Nutcracker On The Hill Wins State History Award

Dance Arts Los Alamos Artistic Director Jonathan Guise is pictured with Heather McClenahan, former director of the Los Alamos Historical Society, left, and Liz Martineau, current LAHS Director. Courtesy photo


Dance Arts Los Alamos (DALA) has won the Historical Society of New Mexico’s Dorothy Woodward Award for its original production of Nutcracker on the Hill. Jonathan Guise, DALA Artistic Director, accepted the award April 9 at the Historical Society of New Mexico’s annual conference, held this year in Las Cruces, New Mexico, in partnership with the Arizona Historical Society. 

The Dorothy Woodward Award recognizes individuals and groups who have promoted the advancement of education in New Mexico history. According to the award selection committee, they found DALA’s production of Nutcracker on the Hill to be “a highly innovative and creative way to reach a mass audience through the arts and provide them with an educational experience on an important part of New Mexico history.”

Los Alamos Historical Society Director Liz Martineau commented, “The creative arts — music, dance, writing — have always been a part of Los Alamos history, and this ballet continues the tradition by weaving our unique place and time into the arts. This not only keeps our history alive but also binds us together as a community.” 

Jonathan Guise currently serves as the artistic director of DALA. He researched and created the original ballet Nutcracker on the Hill, presenting it through the support of the entire DALA family. The original presentations were in 2015 and 2016 and then staged again in 2019. In 2019, the decision was made to create a Trilogy of the Nutcracker on the Hill story. A second original ballet, Ratcracker on the Hill, was presented in December 2021 (due to delays from the Covid pandemic), and the third installation of the story, Sugar Plum on the Hill, is scheduled to be presented in December 2022. Each part of the trilogy weaves more historical facts into the story, creating a rich cultural production.

The original Nutcracker on the Hill was created and brought to life by DALA. It uniquely entwined important New Mexico history from the Manhattan Project era into a new, significantly historical, cultural event. Many hours of research in the Los Alamos Historical Society archive contributed to background on the original characters portrayed in the ballet to the reproduction of historically accurate backdrops and props for the show. DALA took the original famous Nutcracker and its essential elements and transformed them to fit a depiction of a famous holiday party that took place in Fuller Lodge in December 1944. The original Nutcracker begins at the home of a prominent resident for a Christmas party and has traditional dancing. Nutcracker on the Hill is transformed into the holiday party at Fuller Lodge, hosted by Gen. Leslie Groves, with Robert Oppenheimer, Enrico Fermi, and many other famous scientists, their wives, and children in attendance.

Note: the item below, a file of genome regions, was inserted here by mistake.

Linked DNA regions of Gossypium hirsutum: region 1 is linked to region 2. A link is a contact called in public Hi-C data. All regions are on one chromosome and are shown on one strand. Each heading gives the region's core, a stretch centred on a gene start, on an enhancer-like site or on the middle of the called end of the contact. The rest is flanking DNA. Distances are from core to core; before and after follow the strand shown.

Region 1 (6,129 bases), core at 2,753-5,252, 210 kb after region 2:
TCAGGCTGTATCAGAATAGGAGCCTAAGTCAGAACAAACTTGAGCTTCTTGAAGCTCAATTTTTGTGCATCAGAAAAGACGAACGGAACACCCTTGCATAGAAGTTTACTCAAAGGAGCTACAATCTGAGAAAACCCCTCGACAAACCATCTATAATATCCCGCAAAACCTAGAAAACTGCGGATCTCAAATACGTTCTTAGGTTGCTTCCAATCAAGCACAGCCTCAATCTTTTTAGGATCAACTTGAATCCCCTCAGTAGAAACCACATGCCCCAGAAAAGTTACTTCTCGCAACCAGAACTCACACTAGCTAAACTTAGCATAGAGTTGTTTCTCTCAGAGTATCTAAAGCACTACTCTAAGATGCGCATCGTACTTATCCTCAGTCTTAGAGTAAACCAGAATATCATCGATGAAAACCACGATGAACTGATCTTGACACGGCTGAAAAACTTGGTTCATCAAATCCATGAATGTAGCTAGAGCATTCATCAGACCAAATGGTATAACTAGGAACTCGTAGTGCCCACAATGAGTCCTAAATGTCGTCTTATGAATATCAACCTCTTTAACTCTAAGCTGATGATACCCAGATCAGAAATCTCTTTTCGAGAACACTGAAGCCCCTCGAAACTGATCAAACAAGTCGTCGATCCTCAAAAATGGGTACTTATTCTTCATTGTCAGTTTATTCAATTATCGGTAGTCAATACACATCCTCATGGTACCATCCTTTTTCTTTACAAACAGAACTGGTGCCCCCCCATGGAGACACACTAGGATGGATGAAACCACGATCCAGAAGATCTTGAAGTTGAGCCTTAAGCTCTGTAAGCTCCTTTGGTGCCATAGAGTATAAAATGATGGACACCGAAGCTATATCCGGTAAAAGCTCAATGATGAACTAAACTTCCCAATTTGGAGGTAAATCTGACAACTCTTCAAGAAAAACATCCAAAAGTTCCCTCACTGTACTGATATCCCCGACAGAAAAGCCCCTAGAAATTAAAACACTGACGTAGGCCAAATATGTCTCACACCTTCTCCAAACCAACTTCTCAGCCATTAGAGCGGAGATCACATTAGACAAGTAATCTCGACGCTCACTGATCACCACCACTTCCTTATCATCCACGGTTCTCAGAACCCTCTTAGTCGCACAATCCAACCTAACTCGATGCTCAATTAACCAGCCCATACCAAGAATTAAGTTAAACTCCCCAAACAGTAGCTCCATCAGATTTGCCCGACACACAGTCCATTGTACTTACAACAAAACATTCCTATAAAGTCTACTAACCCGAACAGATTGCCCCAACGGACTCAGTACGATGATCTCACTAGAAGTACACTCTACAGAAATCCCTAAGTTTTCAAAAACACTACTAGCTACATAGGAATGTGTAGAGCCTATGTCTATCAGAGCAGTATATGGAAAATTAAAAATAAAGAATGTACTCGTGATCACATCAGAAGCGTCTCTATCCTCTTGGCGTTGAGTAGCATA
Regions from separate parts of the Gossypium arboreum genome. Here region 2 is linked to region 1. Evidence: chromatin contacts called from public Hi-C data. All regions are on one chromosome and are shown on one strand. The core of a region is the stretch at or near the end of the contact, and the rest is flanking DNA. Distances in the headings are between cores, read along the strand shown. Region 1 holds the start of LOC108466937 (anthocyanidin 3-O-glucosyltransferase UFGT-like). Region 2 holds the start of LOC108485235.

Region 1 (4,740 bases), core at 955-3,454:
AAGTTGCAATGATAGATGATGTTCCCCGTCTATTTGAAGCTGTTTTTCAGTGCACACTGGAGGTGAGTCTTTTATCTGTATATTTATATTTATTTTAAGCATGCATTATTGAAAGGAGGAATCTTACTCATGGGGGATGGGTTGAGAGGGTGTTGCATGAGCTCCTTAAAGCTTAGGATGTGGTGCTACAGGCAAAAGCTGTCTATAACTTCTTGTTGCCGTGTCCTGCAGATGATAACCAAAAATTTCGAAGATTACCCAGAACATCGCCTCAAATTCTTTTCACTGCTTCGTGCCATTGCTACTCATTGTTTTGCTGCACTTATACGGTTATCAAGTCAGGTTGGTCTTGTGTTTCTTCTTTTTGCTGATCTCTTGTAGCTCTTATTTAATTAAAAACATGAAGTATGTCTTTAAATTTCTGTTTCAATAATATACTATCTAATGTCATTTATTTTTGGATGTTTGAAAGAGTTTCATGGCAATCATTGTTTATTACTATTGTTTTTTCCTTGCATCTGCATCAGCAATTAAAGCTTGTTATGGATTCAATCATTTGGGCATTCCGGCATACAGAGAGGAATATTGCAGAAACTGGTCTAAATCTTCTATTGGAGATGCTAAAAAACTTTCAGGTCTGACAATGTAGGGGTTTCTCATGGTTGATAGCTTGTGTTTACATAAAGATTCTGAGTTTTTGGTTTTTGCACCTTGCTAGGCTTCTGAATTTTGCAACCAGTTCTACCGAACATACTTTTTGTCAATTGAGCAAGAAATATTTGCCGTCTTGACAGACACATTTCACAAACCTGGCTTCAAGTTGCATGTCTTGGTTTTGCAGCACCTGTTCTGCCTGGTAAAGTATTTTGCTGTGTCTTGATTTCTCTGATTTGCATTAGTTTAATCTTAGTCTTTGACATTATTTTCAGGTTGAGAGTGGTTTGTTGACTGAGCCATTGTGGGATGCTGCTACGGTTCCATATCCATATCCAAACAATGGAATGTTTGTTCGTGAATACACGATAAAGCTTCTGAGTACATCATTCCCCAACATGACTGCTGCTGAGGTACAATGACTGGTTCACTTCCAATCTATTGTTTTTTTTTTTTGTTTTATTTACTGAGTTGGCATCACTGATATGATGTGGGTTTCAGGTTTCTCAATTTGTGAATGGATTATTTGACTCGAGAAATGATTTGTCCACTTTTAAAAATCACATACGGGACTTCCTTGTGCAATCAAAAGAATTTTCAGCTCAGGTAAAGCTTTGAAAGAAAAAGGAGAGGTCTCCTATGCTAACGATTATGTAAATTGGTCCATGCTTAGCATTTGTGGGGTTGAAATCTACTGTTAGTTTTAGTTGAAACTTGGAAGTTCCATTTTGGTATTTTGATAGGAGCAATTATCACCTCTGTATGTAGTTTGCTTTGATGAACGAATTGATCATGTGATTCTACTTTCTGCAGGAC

The performers were provided with biographical information on the characters they were portraying so that essential elements of their personalities could be woven into the story. There were even some real familial connections, with Venita Lujan Chavez, the president of DALA Board of Directors, portraying her actual godmother, Carmen Gallegos, in the show. The original, traditional dancing in the party scene is replaced with swing dancing representing what would have happened at the 1944 party. Attention to historical details, down to the music selected for the show, brings 1944 Los Alamos to life in the ballet. 

Although this is a creative story as a ballet and takes some creative license in its storytelling, there is a significant connection to the actual history it is depicting, and all the historical stories are woven into this well-known production in a surprising and endearing fashion. At the time of its presentation, a Santa Fe New Mexican review commented that “DALA took a thrice-familiar classic and made it specific to its place in an enterprise that oozed ambition, enthusiasm, inclusion, and integrity.”  

The Santa Fe New Mexican described Nutcracker on the Hill as being “a production of the people, by the people, and for the people, which is just what a community-arts endeavor should strive for.” The creation and presentation of this historical ballet to the communities of Northern New Mexico allows for the introduction of Los Alamos and Manhattan Project history to a broader audience. The show’s representation of history is lively and intriguing and inspires the audience to dive deeper and learn more after the show. Historical storytelling aside, the entire trilogy of ballets being created and perfected by DALA are destined to become an important part of New Mexico cultural history.  

Martineau added, “We are so proud of Jonathan for the historical research that went into creating this work and for DALA’s many hours of work bringing this ballet to life. Congratulations!”